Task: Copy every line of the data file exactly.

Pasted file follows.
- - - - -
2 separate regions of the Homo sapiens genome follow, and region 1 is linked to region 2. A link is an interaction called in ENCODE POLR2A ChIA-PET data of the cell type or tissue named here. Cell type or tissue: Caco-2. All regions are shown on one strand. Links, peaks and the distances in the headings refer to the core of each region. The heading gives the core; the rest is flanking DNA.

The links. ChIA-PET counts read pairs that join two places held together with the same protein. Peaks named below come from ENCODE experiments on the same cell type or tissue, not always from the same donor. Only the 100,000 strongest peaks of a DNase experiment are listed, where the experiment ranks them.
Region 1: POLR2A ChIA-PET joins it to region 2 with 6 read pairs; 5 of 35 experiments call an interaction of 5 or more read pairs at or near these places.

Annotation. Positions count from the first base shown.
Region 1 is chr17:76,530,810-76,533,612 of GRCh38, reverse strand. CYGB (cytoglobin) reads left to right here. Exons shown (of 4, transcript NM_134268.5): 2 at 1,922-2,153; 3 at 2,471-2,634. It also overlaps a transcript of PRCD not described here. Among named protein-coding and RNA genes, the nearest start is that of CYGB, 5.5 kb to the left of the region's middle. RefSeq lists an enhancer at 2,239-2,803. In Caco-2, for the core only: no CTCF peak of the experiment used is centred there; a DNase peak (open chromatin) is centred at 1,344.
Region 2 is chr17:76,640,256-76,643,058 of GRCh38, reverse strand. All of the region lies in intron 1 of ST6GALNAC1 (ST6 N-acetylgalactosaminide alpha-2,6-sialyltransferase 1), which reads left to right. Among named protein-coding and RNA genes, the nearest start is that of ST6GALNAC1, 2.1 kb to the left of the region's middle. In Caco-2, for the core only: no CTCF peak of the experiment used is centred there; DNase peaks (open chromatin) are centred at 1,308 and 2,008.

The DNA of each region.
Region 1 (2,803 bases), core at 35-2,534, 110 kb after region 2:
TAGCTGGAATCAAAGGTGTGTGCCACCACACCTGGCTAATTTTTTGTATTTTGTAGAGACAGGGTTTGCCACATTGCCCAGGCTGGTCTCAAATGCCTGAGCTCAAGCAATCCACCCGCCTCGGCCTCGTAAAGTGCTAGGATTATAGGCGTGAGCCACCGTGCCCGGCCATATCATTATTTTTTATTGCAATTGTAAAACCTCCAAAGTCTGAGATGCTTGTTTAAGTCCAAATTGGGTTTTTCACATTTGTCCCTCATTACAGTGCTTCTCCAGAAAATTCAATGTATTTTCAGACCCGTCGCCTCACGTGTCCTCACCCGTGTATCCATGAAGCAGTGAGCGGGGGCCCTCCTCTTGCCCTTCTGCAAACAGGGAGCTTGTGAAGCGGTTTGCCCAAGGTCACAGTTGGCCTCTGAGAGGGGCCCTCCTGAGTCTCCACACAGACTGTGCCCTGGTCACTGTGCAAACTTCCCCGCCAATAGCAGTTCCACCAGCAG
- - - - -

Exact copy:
2 separate regions of the Homo sapiens genome follow, and region 1 is linked to region 2. A link is an interaction called in ENCODE POLR2A ChIA-PET data of the cell type or tissue named here. Cell type or tissue: Caco-2. All regions are shown on one strand. Links, peaks and the distances in the headings refer to the core of each region. The heading gives the core; the rest is flanking DNA.

The links. ChIA-PET counts read pairs that join two places held together with the same protein. Peaks named below come from ENCODE experiments on the same cell type or tissue, not always from the same donor. Only the 100,000 strongest peaks of a DNase experiment are listed, where the experiment ranks them.
Region 1: POLR2A ChIA-PET joins it to region 2 with 6 read pairs; 5 of 35 experiments call an interaction of 5 or more read pairs at or near these places.

Annotation. Positions count from the first base shown.
Region 1 is chr17:76,530,810-76,533,612 of GRCh38, reverse strand. CYGB (cytoglobin) reads left to right here. Exons shown (of 4, transcript NM_134268.5): 2 at 1,922-2,153; 3 at 2,471-2,634. It also overlaps a transcript of PRCD not described here. Among named protein-coding and RNA genes, the nearest start is that of CYGB, 5.5 kb to the left of the region's middle. RefSeq lists an enhancer at 2,239-2,803. In Caco-2, for the core only: no CTCF peak of the experiment used is centred there; a DNase peak (open chromatin) is centred at 1,344.
Region 2 is chr17:76,640,256-76,643,058 of GRCh38, reverse strand. All of the region lies in intron 1 of ST6GALNAC1 (ST6 N-acetylgalactosaminide alpha-2,6-sialyltransferase 1), which reads left to right. Among named protein-coding and RNA genes, the nearest start is that of ST6GALNAC1, 2.1 kb to the left of the region's middle. In Caco-2, for the core only: no CTCF peak of the experiment used is centred there; DNase peaks (open chromatin) are centred at 1,308 and 2,008.

The DNA of each region.
Region 1 (2,803 bases), core at 35-2,534, 110 kb after region 2:
TAGCTGGAATCAAAGGTGTGTGCCACCACACCTGGCTAATTTTTTGTATTTTGTAGAGACAGGGTTTGCCACATTGCCCAGGCTGGTCTCAAATGCCTGAGCTCAAGCAATCCACCCGCCTCGGCCTCGTAAAGTGCTAGGATTATAGGCGTGAGCCACCGTGCCCGGCCATATCATTATTTTTTATTGCAATTGTAAAACCTCCAAAGTCTGAGATGCTTGTTTAAGTCCAAATTGGGTTTTTCACATTTGTCCCTCATTACAGTGCTTCTCCAGAAAATTCAATGTATTTTCAGACCCGTCGCCTCACGTGTCCTCACCCGTGTATCCATGAAGCAGTGAGCGGGGGCCCTCCTCTTGCCCTTCTGCAAACAGGGAGCTTGTGAAGCGGTTTGCCCAAGGTCACAGTTGGCCTCTGAGAGGGGCCCTCCTGAGTCTCCACACAGACTGTGCCCTGGTCACTGTGCAAACTTCCCCGCCAATAGCAGTTCCACCAGCAG